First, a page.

As one of the twentieth century’s more celebrated and mutinous rebel authors, Anaïs Nin (1903–1977) didn’t seem to keep much back. After all, she made money for a time in the 1940s by knocking out ornately gilded pornography at a buck a page for an anonymous, wealthy collector. The stories were later prettied up under the label “erotica” and published posthumously in collections like Delta of Venus.
Although she wanted to be remembered for her knotty and abstract avant-garde fictions like Cities of the Interior, Nin gained true notoriety for her multi-volume diary. The first iterations were high-toned smutty gossip for the literary set, liberally threaded with luminous poetic musings. They detailed her lavishly busy and experimental love life—including a 12-year affair with fellow literary rule-breaker Henry Miller—but were later outdone by the release (starting last year) of the completely unexpurgated diaries. This revised series includes everything cut out earlier by request of some of her then-living lovers.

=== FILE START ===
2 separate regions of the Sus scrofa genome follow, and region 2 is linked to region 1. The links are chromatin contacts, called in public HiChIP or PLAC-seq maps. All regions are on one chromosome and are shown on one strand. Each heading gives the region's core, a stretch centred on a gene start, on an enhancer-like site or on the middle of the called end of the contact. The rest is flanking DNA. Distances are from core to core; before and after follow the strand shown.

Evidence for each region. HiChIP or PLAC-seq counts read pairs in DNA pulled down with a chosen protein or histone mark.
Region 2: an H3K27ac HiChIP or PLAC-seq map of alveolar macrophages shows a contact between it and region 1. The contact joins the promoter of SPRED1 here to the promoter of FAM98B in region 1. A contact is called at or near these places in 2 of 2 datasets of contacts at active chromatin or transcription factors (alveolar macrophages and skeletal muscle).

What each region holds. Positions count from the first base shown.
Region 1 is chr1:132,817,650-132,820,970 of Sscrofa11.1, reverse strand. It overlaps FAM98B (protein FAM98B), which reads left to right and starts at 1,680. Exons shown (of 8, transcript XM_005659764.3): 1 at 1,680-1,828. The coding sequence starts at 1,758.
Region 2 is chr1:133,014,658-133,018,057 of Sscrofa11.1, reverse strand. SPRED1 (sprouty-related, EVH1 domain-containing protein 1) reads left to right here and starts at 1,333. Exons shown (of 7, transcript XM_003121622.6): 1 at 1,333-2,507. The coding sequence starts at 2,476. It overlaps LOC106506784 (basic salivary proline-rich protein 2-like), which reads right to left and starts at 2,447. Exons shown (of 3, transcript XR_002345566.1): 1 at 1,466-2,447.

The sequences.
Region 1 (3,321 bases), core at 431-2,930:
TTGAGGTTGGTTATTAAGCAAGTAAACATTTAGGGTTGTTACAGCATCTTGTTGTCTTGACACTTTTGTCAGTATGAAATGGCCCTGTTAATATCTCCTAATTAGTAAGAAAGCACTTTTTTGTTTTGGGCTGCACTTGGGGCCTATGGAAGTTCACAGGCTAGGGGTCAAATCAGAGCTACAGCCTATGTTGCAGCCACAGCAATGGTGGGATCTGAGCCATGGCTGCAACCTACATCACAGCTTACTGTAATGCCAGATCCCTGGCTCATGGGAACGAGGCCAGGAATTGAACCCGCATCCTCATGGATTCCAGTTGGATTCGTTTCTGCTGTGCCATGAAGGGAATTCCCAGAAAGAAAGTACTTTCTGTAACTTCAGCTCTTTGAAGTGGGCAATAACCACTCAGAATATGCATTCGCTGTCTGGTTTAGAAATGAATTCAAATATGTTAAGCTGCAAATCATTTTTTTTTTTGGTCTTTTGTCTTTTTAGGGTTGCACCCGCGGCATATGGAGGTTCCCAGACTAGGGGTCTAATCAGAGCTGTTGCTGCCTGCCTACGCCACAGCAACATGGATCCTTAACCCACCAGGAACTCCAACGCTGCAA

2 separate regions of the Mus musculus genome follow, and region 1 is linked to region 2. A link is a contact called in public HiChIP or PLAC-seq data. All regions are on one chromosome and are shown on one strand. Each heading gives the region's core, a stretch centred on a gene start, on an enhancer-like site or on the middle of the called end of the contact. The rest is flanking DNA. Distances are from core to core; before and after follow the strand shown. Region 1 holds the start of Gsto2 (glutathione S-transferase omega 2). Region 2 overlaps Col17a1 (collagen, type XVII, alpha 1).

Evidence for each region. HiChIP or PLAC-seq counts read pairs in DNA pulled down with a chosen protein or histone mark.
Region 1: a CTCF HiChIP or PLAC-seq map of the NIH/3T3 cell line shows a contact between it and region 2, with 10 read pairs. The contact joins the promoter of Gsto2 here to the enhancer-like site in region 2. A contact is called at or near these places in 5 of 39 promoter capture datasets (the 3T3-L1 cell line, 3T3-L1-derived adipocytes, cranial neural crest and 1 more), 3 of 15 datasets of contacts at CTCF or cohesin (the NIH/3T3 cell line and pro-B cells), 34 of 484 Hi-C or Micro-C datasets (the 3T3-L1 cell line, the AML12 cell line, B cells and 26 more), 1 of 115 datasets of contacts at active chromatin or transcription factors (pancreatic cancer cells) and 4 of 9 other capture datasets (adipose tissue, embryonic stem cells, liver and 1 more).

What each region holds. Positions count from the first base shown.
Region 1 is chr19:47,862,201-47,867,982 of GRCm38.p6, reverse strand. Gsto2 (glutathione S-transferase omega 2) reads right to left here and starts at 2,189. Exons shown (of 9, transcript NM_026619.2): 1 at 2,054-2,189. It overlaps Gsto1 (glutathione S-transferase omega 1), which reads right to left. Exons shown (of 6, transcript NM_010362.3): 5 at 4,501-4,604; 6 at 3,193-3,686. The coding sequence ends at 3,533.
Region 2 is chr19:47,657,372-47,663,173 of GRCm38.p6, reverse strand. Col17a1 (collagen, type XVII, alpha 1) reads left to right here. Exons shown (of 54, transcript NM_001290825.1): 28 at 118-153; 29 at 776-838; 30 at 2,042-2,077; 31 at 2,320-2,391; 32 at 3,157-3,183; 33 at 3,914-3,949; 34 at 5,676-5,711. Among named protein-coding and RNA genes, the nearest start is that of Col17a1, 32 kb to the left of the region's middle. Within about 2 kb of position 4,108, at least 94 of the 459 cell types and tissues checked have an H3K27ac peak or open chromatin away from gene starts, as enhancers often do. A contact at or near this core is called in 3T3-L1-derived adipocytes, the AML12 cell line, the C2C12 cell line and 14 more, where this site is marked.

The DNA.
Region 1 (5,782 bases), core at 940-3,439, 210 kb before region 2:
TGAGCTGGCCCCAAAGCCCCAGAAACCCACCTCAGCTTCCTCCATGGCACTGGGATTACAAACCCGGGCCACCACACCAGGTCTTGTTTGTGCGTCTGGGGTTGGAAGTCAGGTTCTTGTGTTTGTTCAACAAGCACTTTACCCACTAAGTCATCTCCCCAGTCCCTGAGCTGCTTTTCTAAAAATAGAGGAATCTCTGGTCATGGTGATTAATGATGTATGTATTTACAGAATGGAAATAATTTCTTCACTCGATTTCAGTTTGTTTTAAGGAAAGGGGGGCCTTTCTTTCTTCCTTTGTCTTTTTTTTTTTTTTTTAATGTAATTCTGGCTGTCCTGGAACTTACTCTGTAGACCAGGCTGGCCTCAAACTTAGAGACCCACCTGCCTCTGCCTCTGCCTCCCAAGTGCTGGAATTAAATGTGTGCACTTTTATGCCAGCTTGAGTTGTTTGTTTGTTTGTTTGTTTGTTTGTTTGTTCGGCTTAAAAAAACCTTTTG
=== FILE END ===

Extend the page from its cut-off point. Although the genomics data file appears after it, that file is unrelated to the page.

Nin’s career-long back and forth between taboo-busting and rectitude makes this piece of writerly advice even more fascinating:
The role of the writer is not to say what we can all say but what we are unable to say.